Australia's peak car industry body hopes easing lending criteria will offset declining car sales, with September marking the 30th consecutive month of declines.
According to the Federal Chamber of Automotive Industries' (FCAI) monthly 'VFACTS' report, 68,985 new cars were sold in September, which is 21.8% down on September 2019.
In the year to date, car sales are down 20.5% from the corresponding period in 2019.
FCAI chief Tony Weber said the industry is hoping for a positive turnaround because of two factors.
"First of all, we are seeing COVID-19 health restrictions across Australia, and particularly in metropolitan Melbourne, continue to ease," he said.
“Another sign that the market may improve is the announcement by the Federal Government last week of an easing of lending conditions for private buyers and small business in Australia.
“Freeing up restrictions around financial lending will act as a stimulus for Australian industry."
In the market for a new car? The table below features car loans with some of the lowest fixed and variable interest rates on the market.
The easing lending criteria places the onus on the borrower to be truthful in their loan applications, which would shorten the application process.
While it was announced with a focus on home loans, it would presumably also extend to the car loans sector.
FCAI said stricter lending criteria has been one of the "major factors" contributing to the decline in new car sales, along with coronavirus, bushfires and a weaker Australian Dollar at the start of the year.
While new car sales are down overall, the mix of types of cars on the road is changing.
SUVs with light commercial vehicles (i.e. utes) make up more than 70% of new car sales.
In the SUV space, light SUVs are up 11.4% on the month compared to September 2019, while upper large SUVs are up 4%.
These were two of the only three segments to experience growth, with the third being light commercial vans, up 4.5%.
In the passenger segment (hatchbacks, sedans), plug-in hybrid sales are also up 190.9% - albeit selling at very low volumes - as are regular hybrids, up 39.4%.
This was largely aided by popular green vehicles such as the Hyundai IONIQ (up 200%).
Fully electric vehicle sales were also up 41.2% in September, while hybrid SUVs also saw a 229.7% surge in sales.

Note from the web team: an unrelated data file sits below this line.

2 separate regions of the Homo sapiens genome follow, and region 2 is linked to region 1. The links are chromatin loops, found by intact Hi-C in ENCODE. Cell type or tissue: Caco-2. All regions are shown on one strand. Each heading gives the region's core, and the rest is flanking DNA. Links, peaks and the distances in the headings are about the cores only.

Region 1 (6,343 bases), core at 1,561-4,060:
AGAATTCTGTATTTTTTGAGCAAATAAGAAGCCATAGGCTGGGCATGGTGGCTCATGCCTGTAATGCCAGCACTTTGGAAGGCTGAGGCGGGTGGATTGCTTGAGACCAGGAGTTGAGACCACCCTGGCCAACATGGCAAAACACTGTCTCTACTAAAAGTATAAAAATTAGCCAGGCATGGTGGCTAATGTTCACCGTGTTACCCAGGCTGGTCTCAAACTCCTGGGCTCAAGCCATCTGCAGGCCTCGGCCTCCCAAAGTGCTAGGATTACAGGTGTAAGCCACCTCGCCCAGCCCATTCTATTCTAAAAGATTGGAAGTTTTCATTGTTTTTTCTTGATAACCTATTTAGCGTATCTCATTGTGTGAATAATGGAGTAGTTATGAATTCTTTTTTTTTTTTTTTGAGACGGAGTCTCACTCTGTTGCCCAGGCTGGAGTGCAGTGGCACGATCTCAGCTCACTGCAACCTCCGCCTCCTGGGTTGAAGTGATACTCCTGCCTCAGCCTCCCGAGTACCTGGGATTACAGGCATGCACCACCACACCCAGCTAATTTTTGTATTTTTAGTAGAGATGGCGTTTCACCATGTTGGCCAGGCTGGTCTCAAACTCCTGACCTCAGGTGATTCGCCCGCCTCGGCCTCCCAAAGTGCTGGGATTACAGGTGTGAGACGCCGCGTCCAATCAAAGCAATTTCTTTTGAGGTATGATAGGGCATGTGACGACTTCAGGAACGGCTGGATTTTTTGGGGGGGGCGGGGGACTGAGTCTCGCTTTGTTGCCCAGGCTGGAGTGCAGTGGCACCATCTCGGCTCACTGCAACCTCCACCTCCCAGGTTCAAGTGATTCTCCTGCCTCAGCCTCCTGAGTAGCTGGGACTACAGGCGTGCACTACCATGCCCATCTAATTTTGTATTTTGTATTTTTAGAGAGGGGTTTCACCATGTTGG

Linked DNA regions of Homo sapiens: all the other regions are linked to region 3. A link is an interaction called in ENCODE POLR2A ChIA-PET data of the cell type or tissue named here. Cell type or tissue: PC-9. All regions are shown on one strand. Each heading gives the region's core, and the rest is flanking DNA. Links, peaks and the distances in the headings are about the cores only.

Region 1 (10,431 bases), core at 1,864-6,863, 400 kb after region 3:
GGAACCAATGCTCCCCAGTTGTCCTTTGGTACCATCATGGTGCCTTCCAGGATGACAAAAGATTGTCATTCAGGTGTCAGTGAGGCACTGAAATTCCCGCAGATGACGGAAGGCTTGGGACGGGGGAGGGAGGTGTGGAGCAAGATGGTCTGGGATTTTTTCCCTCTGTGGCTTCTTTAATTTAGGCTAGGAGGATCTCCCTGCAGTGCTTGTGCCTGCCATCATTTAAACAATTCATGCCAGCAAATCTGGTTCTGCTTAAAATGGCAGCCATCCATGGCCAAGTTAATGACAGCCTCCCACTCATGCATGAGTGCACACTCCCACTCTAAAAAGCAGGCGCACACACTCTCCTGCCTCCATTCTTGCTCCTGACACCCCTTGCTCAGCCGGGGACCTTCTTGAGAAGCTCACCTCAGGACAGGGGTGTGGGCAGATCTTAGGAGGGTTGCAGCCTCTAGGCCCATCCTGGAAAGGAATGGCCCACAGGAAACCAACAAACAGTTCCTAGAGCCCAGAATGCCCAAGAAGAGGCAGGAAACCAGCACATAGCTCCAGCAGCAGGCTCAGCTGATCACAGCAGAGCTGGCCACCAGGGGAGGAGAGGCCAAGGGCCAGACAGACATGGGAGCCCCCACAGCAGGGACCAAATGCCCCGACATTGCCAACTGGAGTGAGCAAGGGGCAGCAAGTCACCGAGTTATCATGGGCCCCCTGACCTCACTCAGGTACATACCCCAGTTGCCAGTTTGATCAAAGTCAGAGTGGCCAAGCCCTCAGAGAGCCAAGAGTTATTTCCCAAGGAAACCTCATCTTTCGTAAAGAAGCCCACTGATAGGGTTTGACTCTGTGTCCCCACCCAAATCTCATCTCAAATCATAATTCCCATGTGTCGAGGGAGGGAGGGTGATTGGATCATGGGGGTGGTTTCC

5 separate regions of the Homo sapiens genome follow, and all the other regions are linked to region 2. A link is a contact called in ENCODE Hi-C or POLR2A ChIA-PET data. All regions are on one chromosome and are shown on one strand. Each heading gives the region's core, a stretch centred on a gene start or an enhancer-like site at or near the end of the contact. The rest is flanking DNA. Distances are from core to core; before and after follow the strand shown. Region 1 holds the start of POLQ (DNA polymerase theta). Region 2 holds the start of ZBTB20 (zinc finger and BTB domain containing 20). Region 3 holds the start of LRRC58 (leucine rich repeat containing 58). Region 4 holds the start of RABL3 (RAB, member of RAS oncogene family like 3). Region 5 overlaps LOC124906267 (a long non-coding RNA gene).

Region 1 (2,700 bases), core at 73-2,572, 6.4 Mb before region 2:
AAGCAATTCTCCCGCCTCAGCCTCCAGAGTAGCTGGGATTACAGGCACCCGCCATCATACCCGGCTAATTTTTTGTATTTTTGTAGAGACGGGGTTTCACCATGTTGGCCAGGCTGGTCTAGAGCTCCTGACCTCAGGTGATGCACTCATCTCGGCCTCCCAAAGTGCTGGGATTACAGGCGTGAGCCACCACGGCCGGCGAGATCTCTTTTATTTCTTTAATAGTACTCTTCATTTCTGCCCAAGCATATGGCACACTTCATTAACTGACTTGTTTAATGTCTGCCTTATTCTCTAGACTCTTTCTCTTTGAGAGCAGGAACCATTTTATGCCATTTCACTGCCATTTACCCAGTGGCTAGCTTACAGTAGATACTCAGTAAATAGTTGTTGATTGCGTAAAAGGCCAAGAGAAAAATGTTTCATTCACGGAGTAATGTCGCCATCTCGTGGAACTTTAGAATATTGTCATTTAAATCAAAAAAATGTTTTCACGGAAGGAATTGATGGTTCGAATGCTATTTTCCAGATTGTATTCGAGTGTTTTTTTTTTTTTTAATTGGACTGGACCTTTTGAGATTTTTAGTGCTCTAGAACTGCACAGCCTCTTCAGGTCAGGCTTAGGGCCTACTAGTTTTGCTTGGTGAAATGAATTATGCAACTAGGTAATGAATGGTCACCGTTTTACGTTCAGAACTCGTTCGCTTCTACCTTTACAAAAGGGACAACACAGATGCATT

The entire market was not considered in selecting the above products. Rather, a cut-down portion of the market has been considered which includes retail products from at least the big four banks, the top 10 customer-owned institutions and Australia’s larger non-banks:
- The big four banks are: ANZ, CBA, NAB and Westpac
- The top 10 customer-owned Institutions are the ten largest mutual banks, credit unions and building societies in Australia, ranked by assets under management in November 2019. They are (in descending order): Credit Union Australia, Newcastle Permanent, Heritage Bank, Peoples’ Choice Credit Union, Teachers Mutual Bank, Greater Bank, IMB Bank, Beyond Bank, Bank Australia and P&N Bank.
- The larger non-bank lenders are those who (in 2020) has more than $9 billion in Australian funded loans and advances. These groups are: Resimac, Pepper, Liberty and Firstmac.
Some providers' products may not be available in all states.
In the interests of full disclosure, Savings.com.au, Performance Drive and Loans.com.au are part of the Firstmac Group. To read about how Savings.com.au manages potential conflicts of interest, along with how we get paid, please click through onto the web site links.
*The Comparison rate is based on a $30,000 loan over 5 years. Warning: this comparison rate is true only for this example and may not include all fees and charges. Different terms, fees or other loan amounts might result in a different comparison rate.
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